ProfBU OP t1_j0f0q5r wrote

The value of the government guarantee of the FHLBs' debt is at least 50 basis points. 50bps X $1 trillion = $5 billion/year. According to the Congressional Budget Office, the value of the FHLBs' tax exemption is $1.3 billion/year. $5 billion + $1.3 billion = $6.3 billion. Helpful?.


ProfBU OP t1_izy64tk wrote

Only members of FHLBs can borrow from FHLBs. In this sense, it's a very exclusive "club". Borrowing rates from the FHLBs are subsidized by you and me as taxpayers.

The question is, "What benefit do we as taxpayers get in return for our subsidization of the FHLBs?" Currently the answer to that question is, "Nothing".


ProfBU OP t1_izxyh1q wrote

Totally get it! It was tough enough before the spike in mortgage rates. Increasing the FHLBs affordable housing quota to 50% would help but it would still be a drop in the bucket. Here's a suggestion for 45 million people who are struggling with the overhang of student debt...allow them to discharge that debt in bankruptcy. student debt is the only debt that is not dischargeable this way. This is before Congress now. Tell Sen. Durbin and Schumer to get off their a...s.


ProfBU OP t1_izxxk8u wrote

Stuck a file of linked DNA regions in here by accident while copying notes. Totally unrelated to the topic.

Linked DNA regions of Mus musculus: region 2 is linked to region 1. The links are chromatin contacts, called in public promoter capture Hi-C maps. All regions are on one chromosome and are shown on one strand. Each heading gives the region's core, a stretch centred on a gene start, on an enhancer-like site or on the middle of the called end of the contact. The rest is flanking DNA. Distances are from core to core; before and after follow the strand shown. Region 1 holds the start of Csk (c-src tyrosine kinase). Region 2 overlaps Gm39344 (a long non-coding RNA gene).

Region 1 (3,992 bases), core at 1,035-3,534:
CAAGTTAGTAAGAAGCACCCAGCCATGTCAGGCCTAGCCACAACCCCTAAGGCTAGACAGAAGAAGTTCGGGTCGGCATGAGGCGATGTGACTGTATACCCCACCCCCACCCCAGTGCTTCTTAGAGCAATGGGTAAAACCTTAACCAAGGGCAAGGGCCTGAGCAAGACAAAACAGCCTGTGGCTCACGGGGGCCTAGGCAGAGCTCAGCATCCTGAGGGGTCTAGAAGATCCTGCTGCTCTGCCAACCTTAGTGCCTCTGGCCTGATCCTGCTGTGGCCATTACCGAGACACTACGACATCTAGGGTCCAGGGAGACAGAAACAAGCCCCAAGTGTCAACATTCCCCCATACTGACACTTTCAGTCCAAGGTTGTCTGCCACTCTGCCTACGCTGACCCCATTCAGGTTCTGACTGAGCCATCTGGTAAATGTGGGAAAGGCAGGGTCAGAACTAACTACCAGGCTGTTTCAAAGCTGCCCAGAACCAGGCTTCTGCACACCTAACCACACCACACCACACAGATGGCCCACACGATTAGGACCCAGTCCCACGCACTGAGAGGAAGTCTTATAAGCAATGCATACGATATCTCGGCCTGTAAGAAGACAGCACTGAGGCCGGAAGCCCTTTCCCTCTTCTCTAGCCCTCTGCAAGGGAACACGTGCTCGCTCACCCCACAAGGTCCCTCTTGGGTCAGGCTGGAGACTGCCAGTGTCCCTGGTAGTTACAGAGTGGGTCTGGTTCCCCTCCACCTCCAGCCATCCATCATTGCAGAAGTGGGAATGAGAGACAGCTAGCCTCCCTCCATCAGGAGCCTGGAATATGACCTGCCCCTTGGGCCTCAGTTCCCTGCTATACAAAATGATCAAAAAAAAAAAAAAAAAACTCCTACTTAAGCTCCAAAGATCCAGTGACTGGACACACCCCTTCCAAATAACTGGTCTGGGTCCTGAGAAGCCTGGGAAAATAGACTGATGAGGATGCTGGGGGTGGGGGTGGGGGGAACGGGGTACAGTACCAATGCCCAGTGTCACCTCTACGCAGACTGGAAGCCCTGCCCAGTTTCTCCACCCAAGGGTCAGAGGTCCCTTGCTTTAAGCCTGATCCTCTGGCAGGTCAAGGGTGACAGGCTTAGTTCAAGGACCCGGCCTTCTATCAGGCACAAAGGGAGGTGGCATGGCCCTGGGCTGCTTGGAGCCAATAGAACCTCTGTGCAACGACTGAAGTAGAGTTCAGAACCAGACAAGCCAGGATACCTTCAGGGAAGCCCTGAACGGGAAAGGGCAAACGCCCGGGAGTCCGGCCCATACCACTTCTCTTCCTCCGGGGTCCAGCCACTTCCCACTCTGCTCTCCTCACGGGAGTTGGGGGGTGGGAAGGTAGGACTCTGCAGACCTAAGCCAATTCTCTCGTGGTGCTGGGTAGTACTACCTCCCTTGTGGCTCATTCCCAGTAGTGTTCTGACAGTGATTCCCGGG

The 11 FHLB CEOs take home from $2-3 million a year. These are essentially government positions. For example, the CEOs of the 12 Federal Reserve Banks earn less than $500K. Regarding "mission" part of the problem is that advances to members is considered part of their mission. However, the proceeds of the advances can be used for ANYTHING whether or not it is mission related.


ProfBU OP t1_izxwu0q wrote

Thanks for this excellent question about affordable housing.

Here's the issue. Congress has mandated 10% of net income for affordable housing. FHLBs treat that at a ceiling rather than a floor. In this public/private partnership why not require 50% of net income for affordable housing? Part of the problem too is the conflict of interest between the member banks that benefit from robust dividends. Also, every dollar of CEO and C-suite compensation undercuts their contribution to affordable housing. All the incentives need to be realigned. Thanks again.


ProfBU OP t1_izxvdpp wrote

Great question.

FHLBs are a great business model that happens to have gone off the rails.

Redeeming qualities are its structure (not to be confused with current governance), access to funding. Its regulator has asked that its mission be reconsidered. So many parts of the economy could benefit from this funding source. Think housing SUPPLY, climate remediation, infrastructure, and more.


ProfBU OP t1_izxtfdt wrote

I advocated fro change from the beginning. Their irrelevance became apparent to me when members ceased taking advances and their AHP numbers plummeted. Along the way I asked, "How is the FHLB of Boston promoting housing?" The answer from management was unsatisfactory.